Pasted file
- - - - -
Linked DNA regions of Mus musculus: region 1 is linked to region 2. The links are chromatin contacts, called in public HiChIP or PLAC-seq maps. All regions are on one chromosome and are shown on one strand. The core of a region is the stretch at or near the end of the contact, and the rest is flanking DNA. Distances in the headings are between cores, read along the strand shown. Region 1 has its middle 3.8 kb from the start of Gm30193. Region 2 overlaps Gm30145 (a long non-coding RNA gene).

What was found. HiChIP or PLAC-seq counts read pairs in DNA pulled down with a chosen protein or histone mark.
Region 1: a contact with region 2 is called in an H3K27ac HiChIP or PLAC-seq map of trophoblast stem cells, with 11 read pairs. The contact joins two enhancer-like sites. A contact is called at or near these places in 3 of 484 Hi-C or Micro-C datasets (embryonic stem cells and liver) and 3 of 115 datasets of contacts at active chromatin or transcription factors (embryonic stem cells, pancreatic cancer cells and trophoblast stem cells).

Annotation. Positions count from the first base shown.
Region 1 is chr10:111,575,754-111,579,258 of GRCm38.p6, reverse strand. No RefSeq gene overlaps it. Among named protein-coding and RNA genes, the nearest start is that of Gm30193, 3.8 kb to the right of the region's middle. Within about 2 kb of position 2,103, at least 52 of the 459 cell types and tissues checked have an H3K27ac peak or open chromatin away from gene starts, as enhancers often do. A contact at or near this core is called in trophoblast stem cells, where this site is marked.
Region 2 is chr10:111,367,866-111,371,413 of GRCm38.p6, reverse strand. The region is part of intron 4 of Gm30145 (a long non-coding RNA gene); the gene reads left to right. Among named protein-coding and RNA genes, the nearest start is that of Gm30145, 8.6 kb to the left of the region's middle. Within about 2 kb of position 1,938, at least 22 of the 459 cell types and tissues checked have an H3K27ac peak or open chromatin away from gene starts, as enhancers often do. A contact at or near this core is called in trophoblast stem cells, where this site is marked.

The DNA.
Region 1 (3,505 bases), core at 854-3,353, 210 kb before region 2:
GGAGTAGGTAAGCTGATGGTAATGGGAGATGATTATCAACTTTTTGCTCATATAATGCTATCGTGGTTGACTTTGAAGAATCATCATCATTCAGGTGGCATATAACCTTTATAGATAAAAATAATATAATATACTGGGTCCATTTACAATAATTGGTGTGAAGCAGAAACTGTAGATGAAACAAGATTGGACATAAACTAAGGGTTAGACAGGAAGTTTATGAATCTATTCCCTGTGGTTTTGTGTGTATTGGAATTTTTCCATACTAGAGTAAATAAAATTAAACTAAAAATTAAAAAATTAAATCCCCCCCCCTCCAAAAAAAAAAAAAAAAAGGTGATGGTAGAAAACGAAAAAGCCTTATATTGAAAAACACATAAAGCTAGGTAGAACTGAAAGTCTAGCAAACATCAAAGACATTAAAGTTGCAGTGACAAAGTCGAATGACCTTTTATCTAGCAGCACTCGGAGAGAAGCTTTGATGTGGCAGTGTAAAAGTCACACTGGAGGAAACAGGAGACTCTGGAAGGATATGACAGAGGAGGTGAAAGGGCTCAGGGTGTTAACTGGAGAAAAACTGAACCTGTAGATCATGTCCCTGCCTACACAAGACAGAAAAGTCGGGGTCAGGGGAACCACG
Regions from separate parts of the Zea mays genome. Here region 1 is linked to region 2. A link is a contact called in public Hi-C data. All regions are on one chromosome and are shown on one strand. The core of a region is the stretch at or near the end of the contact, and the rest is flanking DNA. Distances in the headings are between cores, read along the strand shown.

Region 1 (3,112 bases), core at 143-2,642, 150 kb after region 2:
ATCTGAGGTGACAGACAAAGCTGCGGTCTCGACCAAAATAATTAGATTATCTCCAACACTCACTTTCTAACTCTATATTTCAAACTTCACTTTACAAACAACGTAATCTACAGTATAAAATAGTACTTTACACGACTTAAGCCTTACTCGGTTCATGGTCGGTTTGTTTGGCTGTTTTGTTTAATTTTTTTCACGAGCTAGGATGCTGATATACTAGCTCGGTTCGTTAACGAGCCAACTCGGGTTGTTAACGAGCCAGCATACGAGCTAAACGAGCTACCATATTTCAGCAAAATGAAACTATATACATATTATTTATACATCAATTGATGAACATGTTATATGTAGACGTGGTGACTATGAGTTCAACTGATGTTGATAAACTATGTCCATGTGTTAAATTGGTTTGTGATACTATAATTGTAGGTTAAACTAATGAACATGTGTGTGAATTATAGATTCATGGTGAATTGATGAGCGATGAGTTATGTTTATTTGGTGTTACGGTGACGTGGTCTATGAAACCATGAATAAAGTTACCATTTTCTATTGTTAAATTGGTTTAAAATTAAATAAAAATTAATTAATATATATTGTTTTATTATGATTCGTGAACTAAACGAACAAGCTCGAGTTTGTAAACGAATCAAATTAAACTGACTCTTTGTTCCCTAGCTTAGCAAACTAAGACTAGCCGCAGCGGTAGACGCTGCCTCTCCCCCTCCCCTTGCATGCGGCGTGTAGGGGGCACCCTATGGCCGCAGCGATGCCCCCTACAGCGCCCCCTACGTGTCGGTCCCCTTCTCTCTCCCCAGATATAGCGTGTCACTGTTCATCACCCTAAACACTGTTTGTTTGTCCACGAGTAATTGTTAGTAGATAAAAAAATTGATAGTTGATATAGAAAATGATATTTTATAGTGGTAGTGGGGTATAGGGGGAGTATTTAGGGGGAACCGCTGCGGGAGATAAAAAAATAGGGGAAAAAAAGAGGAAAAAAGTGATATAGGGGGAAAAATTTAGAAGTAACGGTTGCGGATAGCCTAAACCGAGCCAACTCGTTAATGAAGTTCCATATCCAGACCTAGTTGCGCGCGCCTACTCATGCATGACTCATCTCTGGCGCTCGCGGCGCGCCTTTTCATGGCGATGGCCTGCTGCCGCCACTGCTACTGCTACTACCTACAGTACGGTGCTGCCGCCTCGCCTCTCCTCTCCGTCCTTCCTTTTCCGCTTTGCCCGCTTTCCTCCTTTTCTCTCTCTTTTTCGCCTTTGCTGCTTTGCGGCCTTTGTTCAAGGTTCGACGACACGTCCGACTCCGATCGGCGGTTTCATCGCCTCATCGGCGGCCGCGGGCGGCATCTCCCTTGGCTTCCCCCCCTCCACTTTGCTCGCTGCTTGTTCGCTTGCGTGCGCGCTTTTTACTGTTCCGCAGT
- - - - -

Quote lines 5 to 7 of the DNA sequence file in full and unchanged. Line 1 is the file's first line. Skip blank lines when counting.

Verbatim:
Region 1 is chr10:111,575,754-111,579,258 of GRCm38.p6, reverse strand. No RefSeq gene overlaps it. Among named protein-coding and RNA genes, the nearest start is that of Gm30193, 3.8 kb to the right of the region's middle. Within about 2 kb of position 2,103, at least 52 of the 459 cell types and tissues checked have an H3K27ac peak or open chromatin away from gene starts, as enhancers often do. A contact at or near this core is called in trophoblast stem cells, where this site is marked.
Region 2 is chr10:111,367,866-111,371,413 of GRCm38.p6, reverse strand. The region is part of intron 4 of Gm30145 (a long non-coding RNA gene); the gene reads left to right. Among named protein-coding and RNA genes, the nearest start is that of Gm30145, 8.6 kb to the left of the region's middle. Within about 2 kb of position 1,938, at least 22 of the 459 cell types and tissues checked have an H3K27ac peak or open chromatin away from gene starts, as enhancers often do. A contact at or near this core is called in trophoblast stem cells, where this site is marked.

The DNA.